Iraklio, CreteGreece

From Minos to Minus

Visitors photograph the most popular section of the Knossos Palace ruins.
Minoan elegance
Reconstitution of Minoan frescoes in the palace of Knossos.
Boat or house?
Fisherman aboard his small fishing boat in the port of Iraklio.
pure curiosity
Two children peer inside Iraklio's Ottoman sebil (water-supply kiosk).
Goodwill Titos
Sun gilds the upper façade of the Byzantine church of Agios Titos.
Coca-Cola, Minoan version
Coca-Cola advertising panel with a scene by Theseus and the minotaur, next to the Palace of Knossos.
Detail of a fishing boat moored in Iraklio, Crete.
False Moon about Loggia
Passersby pass in front of the Loggia, a building erected by the Venetians in Iraklio for the conviviality of their wealthy nobles.
the throne
The alabaster throne of Minos from the Throne Room of the Palace of Knossos.
cretan sun
A visitor to the Venetian fortress of Koules enjoys the waving of the Hellenic flag.
old port
Dusk adds color to the port of Iraklio, with the Venetian fortress of Koules in the background.
bembo fashion
Statue of the Bembo fountain on the threshold of the historic center of Iraklio.
Newly submerged story
Amphorae recovered from the bottom of the sea, on display at the Fortress of Koules, Iraklio.
Minoan pottery
A Minoan-era vessel exposed in the ruins of the Palace of Knossos.
U Minoan
Taurus symbol of the Minoan civilization in the Palace of Knossos.
in the shadow of the past
Visitors enjoy the marina at the port of Iraklio in the shadow of the Venetian fortress of Koules.
"Bull in Charge"
Reconstitution of the fresh bull on the attack, in the northern bastion of the palace of Knossos.
The fountain of the "Lions", the favorite meeting place for the residents of Iraklio.
Loggia to the Sun
Golden facade of the Loggia, the elegant building erected by the Venetians for the conviviality of their nobles.
Coat of arms-Venetian-Fortress-Koules-Iraklio-Crete-Greece
Roasted lion as coat of arms of the Venetian fortress of Koules.
We arrived in Iraklio and, as far as big cities are concerned, Greece stops there. As for history and mythology, the capital of Crete branches without end. Minos, son of Europa, had both his palace and the labyrinth in which the minotaur closed. The Arabs, the Byzantines, the Venetians and the Ottomans passed through Iraklio. The Greeks who inhabit it fail to appreciate it.

It was in Iraklio that we left the cruise for good “Celestyal Crystal".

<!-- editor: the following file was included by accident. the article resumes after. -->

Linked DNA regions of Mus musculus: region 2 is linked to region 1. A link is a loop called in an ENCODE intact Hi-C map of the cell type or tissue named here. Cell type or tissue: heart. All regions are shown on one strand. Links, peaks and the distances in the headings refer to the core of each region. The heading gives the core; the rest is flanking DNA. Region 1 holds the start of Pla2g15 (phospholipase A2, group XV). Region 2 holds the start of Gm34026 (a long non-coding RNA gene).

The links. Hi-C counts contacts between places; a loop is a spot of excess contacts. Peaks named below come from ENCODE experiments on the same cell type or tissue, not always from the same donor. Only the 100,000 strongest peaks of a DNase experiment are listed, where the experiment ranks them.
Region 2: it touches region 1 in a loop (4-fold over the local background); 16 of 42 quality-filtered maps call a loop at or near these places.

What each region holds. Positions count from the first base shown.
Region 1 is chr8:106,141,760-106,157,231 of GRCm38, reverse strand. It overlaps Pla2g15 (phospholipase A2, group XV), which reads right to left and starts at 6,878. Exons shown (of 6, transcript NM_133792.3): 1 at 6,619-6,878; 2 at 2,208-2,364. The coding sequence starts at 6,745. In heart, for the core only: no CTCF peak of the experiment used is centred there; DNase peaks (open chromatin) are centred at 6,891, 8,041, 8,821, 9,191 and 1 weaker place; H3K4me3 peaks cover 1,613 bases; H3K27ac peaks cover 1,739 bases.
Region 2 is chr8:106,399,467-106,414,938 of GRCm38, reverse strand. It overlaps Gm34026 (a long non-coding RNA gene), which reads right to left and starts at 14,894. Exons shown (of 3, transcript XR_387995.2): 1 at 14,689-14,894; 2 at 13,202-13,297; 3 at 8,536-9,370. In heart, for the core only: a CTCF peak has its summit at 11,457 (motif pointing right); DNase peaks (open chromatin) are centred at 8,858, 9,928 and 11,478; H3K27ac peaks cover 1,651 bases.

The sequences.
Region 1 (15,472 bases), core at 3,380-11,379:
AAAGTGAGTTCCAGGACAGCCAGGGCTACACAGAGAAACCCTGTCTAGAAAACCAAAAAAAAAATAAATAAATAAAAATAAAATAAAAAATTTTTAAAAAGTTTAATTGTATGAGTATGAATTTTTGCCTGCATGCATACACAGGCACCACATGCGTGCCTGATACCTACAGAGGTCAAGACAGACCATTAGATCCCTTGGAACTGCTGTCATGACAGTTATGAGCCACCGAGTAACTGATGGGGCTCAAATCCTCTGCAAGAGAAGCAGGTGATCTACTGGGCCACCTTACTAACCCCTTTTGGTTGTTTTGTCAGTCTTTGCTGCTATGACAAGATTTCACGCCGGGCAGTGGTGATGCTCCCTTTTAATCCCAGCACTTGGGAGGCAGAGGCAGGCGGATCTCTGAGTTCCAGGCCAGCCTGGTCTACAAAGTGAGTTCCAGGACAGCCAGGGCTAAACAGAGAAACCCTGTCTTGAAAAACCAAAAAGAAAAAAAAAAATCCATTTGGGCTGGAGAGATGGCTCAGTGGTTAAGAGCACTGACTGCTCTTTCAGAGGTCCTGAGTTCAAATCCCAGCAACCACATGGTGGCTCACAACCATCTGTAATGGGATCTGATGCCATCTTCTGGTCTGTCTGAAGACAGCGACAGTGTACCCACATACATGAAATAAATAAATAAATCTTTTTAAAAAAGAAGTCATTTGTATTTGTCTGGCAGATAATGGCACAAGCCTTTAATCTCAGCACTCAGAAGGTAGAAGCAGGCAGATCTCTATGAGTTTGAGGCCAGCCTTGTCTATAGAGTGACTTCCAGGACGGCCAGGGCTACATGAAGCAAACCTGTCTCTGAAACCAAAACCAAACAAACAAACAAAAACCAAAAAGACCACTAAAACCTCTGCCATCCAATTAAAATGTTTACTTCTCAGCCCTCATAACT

The remaining passengers would explore the city and its attractions in play and run mode. We, faced with the size and grandeur of the largest of the Greek islands, had long since decided to stay.

At around 9:30, we disembarked. We wait at the passenger terminal. After ten minutes the phone rings. “Yeah, Adonis. I'm up front!" We met with the Crete Royal Rentals employee in charge of delivering the car.

It's Saturday morning. Adónis is no longer here but welcomes us with a smile and kindness that infects us. Give us the bureaucratic vehicle briefing. "So what about Crete, what can't we miss?" we ask you in free chat mode.

"Look, in Crete, apart from Iraklio, everything is wonderful!" responds to us saturated in the capital, emblematic place of his ill-fated work routine. “For me, Chania is the most beautiful!” he adds, something equivalent to a Lisboner guaranteeing that Porto is worth it.

We said goodbye and got into the car. We drove up town to the house where we were going to stay.

According to the 2017 figures from Euromonitor, the 3.2 million visitors to the Cretan capital and the region represented an 11% increase in tourists. They made Iraklio the second most visited city in Greece.

The 20th in Europe, and 66th in the world.

The real meaning of those numbers remains, however, shrouded in controversy.

Port of Iraklio, Crete, Greece

Dusk adds color to the port of Iraklio, with the Venetian fortress of Koules in the background.

Iraklio's Cretan Contempt

The owners of restaurants, hotels and other tourist businesses complain that they are only due to the incursions of the den and escape of cruise passengers and recently landed passengers to the palace of Knossos and the Archaeological Museum.

They regret that visitors have the idea of ​​a dirty and noisy city from Iraklio.

That they do not value the genuineness of the wide asphalt avenues and the narrow concrete alleys (not even that of the historic and port sidewalk) because they lack the photogenic profile of the neighbor to the west… Chania.

Accustomed to appreciating cruder and more decadent beauties, we understand their frustration and, as can be seen from this article, we strive to reverse this notion.

In the days that followed, we woke up on the second floor of Zacharioudaki Street, in the borrowed home of a young Greek couple, he an architect, she a pediatrician, with a two-year-old son, the three despisers of television alienation.

At successive breakfasts, we are entertained by the soundtrack of the nursery directly opposite, made up of songs that the educators teach the children.